[Fwd: evolving languages]
|From:||Nik Taylor <yonjuuni@...>|
|Date:||Friday, January 17, 2003, 1:07|
Arthaey Angosii wrote:
> >From my knowledge of English, Spanish, and (teensy amounts of) German, I
> agree that this is what I've experienced. By why is this so?
Because less common words are more likely to lose irregularities.
Largely because the more a word is used, the more a child hears it, and
the more firmly the irregular form is driven into their brain. For
example, I suspect that "beech" (the original irregular plural of book)
was lost because peasants rarely saw even one book, except perhaps the
Bible, and so rarely needed to talk about them.
Uatakassi has four classes of nouns with final long vowels, depending on
how they're inflected in the plural and int eh genetive (-(a)f) and
dative (-(a)z) forms.
The first (and most common) class simply shortens the vowel and adds -k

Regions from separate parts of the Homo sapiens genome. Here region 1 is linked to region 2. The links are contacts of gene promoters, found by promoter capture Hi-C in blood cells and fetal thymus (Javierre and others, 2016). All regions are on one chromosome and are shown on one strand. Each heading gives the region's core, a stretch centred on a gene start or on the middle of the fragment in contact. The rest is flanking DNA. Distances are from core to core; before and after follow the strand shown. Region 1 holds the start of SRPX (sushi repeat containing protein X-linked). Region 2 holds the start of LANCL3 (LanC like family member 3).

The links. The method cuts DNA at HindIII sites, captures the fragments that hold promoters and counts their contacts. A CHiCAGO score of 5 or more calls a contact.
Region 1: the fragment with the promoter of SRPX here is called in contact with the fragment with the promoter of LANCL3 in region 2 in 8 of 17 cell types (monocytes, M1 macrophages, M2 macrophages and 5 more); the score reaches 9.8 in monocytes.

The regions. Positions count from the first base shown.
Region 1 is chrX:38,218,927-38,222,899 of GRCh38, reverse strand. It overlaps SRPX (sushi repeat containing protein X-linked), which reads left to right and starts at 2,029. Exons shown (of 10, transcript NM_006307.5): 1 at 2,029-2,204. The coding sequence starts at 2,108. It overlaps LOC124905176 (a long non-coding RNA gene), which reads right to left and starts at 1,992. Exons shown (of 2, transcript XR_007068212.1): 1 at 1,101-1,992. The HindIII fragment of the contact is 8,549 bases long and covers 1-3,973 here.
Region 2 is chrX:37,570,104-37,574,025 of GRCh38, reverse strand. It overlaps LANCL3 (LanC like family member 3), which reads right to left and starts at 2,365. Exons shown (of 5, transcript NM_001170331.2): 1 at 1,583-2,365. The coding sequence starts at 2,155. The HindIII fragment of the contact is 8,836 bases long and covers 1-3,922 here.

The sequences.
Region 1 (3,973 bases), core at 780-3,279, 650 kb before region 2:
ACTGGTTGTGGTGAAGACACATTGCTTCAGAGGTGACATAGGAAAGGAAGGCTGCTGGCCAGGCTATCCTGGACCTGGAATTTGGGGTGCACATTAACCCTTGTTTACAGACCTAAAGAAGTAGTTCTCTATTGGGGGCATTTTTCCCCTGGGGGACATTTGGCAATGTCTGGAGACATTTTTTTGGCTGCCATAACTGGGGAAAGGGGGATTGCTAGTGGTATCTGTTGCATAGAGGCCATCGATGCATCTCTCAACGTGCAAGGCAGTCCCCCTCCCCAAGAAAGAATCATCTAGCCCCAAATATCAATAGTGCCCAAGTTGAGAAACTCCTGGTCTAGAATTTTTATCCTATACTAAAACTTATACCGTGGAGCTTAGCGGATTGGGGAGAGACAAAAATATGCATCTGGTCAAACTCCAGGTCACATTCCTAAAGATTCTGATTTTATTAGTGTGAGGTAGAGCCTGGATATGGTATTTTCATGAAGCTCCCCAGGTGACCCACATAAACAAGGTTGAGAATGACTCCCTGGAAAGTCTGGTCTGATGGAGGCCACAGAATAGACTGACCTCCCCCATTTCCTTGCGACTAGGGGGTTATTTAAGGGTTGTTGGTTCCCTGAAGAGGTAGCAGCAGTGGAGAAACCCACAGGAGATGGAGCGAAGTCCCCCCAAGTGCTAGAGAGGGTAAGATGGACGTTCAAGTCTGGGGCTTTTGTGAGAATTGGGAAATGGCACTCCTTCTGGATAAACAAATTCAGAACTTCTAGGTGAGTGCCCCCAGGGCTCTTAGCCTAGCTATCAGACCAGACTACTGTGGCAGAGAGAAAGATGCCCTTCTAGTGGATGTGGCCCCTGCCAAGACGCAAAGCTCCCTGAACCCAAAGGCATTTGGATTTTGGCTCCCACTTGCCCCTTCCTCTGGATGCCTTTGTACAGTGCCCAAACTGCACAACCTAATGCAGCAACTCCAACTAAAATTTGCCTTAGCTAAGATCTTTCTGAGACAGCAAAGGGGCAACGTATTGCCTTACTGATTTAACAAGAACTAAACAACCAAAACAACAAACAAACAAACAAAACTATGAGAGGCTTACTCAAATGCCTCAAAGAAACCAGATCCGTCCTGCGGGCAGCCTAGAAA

after it before those endings, thus uafamaa (ear) becomes uaffamaki
(ears), uafamakaf (of an ear) uafamakaz (to an ear)
The second thru fourth classes are more complicated. They all share teh
same pluralization method, namely, shorten the vowel and add -i (which
means that -ii remains unchanged), thus timitaa (aunt), timmitai (aunts)
for class II; tikasuu (niece), tikkasui (nieces) for class III; and
plalaa (piece) piflalai (pieces) for class IV
However, for the genetive and dative, the second class shortens the
vowel and adds -g, thus timitagaf (of an aunt), timitagaz (to an aunt).
The third class shortens the vowel, thus tikasuf (of a niece), tikasuz
(to a niece). The fourth (and rarest) class shortens the vowel and adds
-a, thus plalaaf (of a piece), plalaaz (to a piece) or pialtii (boat),
pialtiaf (of a boat; archaic form, it's now inflected as class III).
Class IV is nearly extinct. In fact, plalaa is the only word I
currently have in my lexicon for that class, altho there are several
that were originally class IV and have since migrated to other classes.
Class I has become the default, and a number of noun from other classes
ahve migrated to it. It could, perhaps, be said that Class I are the
regular long-vowel-ending nouns while classes II thru IV are irregular.
At any rate, those classes are shrinking, especially II and IV.
"There's no such thing as 'cool'. Everyone's just a big dork or nerd,
you just have to find people who are dorky the same way you are." -
AIM Screen-Name: NikTaylor42